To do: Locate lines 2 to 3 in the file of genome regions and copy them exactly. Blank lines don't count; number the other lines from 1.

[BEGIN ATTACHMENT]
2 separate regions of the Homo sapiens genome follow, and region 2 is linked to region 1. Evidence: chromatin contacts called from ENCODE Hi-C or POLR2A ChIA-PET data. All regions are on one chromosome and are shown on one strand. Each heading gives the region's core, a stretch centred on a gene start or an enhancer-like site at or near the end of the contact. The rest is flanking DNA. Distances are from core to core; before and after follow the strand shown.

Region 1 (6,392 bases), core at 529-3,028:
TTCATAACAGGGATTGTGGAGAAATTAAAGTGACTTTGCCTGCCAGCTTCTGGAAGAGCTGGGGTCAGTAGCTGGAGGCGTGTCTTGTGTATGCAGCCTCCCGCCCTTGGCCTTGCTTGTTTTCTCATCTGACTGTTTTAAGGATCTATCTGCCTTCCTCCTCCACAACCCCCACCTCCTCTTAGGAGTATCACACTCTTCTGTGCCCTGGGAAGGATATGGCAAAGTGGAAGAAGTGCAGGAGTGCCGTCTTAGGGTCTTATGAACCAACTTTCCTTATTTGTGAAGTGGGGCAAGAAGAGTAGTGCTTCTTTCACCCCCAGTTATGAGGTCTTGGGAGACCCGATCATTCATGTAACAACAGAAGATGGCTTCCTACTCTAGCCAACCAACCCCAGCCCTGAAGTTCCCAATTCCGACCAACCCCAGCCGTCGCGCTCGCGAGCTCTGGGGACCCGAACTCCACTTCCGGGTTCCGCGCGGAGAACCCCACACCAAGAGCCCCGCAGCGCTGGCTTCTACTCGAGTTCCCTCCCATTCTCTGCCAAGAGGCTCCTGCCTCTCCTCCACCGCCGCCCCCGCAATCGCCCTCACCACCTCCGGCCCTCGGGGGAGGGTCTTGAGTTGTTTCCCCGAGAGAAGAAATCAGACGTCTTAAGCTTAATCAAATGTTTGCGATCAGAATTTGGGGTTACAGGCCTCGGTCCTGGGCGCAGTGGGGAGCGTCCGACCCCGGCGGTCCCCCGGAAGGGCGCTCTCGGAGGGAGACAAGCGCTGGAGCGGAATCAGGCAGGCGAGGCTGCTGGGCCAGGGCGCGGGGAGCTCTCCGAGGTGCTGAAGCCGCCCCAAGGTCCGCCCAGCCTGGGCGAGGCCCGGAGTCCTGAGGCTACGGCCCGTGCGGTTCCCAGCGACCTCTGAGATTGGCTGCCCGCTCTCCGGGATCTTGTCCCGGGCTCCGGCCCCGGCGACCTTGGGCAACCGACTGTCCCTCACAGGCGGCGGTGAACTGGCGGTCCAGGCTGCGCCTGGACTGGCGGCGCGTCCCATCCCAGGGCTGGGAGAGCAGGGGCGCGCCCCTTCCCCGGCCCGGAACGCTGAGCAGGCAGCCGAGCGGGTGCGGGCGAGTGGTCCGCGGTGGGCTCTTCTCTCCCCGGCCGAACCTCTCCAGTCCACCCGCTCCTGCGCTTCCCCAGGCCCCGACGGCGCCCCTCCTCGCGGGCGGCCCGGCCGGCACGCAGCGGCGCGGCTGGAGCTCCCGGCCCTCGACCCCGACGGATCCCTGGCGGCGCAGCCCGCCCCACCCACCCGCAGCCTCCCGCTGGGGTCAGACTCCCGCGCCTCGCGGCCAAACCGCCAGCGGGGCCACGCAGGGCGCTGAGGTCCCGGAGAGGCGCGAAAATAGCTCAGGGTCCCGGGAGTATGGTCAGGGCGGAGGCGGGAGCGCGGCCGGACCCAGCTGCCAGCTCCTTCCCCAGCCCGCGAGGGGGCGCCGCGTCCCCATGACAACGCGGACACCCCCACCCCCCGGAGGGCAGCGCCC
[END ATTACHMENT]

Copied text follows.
Region 1 (6,392 bases), core at 529-3,028:
TTCATAACAGGGATTGTGGAGAAATTAAAGTGACTTTGCCTGCCAGCTTCTGGAAGAGCTGGGGTCAGTAGCTGGAGGCGTGTCTTGTGTATGCAGCCTCCCGCCCTTGGCCTTGCTTGTTTTCTCATCTGACTGTTTTAAGGATCTATCTGCCTTCCTCCTCCACAACCCCCACCTCCTCTTAGGAGTATCACACTCTTCTGTGCCCTGGGAAGGATATGGCAAAGTGGAAGAAGTGCAGGAGTGCCGTCTTAGGGTCTTATGAACCAACTTTCCTTATTTGTGAAGTGGGGCAAGAAGAGTAGTGCTTCTTTCACCCCCAGTTATGAGGTCTTGGGAGACCCGATCATTCATGTAACAACAGAAGATGGCTTCCTACTCTAGCCAACCAACCCCAGCCCTGAAGTTCCCAATTCCGACCAACCCCAGCCGTCGCGCTCGCGAGCTCTGGGGACCCGAACTCCACTTCCGGGTTCCGCGCGGAGAACCCCACACCAAGAGCCCCGCAGCGCTGGCTTCTACTCGAGTTCCCTCCCATTCTCTGCCAAGAGGCTCCTGCCTCTCCTCCACCGCCGCCCCCGCAATCGCCCTCACCACCTCCGGCCCTCGGGGGAGGGTCTTGAGTTGTTTCCCCGAGAGAAGAAATCAGACGTCTTAAGCTTAATCAAATGTTTGCGATCAGAATTTGGGGTTACAGGCCTCGGTCCTGGGCGCAGTGGGGAGCGTCCGACCCCGGCGGTCCCCCGGAAGGGCGCTCTCGGAGGGAGACAAGCGCTGGAGCGGAATCAGGCAGGCGAGGCTGCTGGGCCAGGGCGCGGGGAGCTCTCCGAGGTGCTGAAGCCGCCCCAAGGTCCGCCCAGCCTGGGCGAGGCCCGGAGTCCTGAGGCTACGGCCCGTGCGGTTCCCAGCGACCTCTGAGATTGGCTGCCCGCTCTCCGGGATCTTGTCCCGGGCTCCGGCCCCGGCGACCTTGGGCAACCGACTGTCCCTCACAGGCGGCGGTGAACTGGCGGTCCAGGCTGCGCCTGGACTGGCGGCGCGTCCCATCCCAGGGCTGGGAGAGCAGGGGCGCGCCCCTTCCCCGGCCCGGAACGCTGAGCAGGCAGCCGAGCGGGTGCGGGCGAGTGGTCCGCGGTGGGCTCTTCTCTCCCCGGCCGAACCTCTCCAGTCCACCCGCTCCTGCGCTTCCCCAGGCCCCGACGGCGCCCCTCCTCGCGGGCGGCCCGGCCGGCACGCAGCGGCGCGGCTGGAGCTCCCGGCCCTCGACCCCGACGGATCCCTGGCGGCGCAGCCCGCCCCACCCACCCGCAGCCTCCCGCTGGGGTCAGACTCCCGCGCCTCGCGGCCAAACCGCCAGCGGGGCCACGCAGGGCGCTGAGGTCCCGGAGAGGCGCGAAAATAGCTCAGGGTCCCGGGAGTATGGTCAGGGCGGAGGCGGGAGCGCGGCCGGACCCAGCTGCCAGCTCCTTCCCCAGCCCGCGAGGGGGCGCCGCGTCCCCATGACAACGCGGACACCCCCACCCCCCGGAGGGCAGCGCCC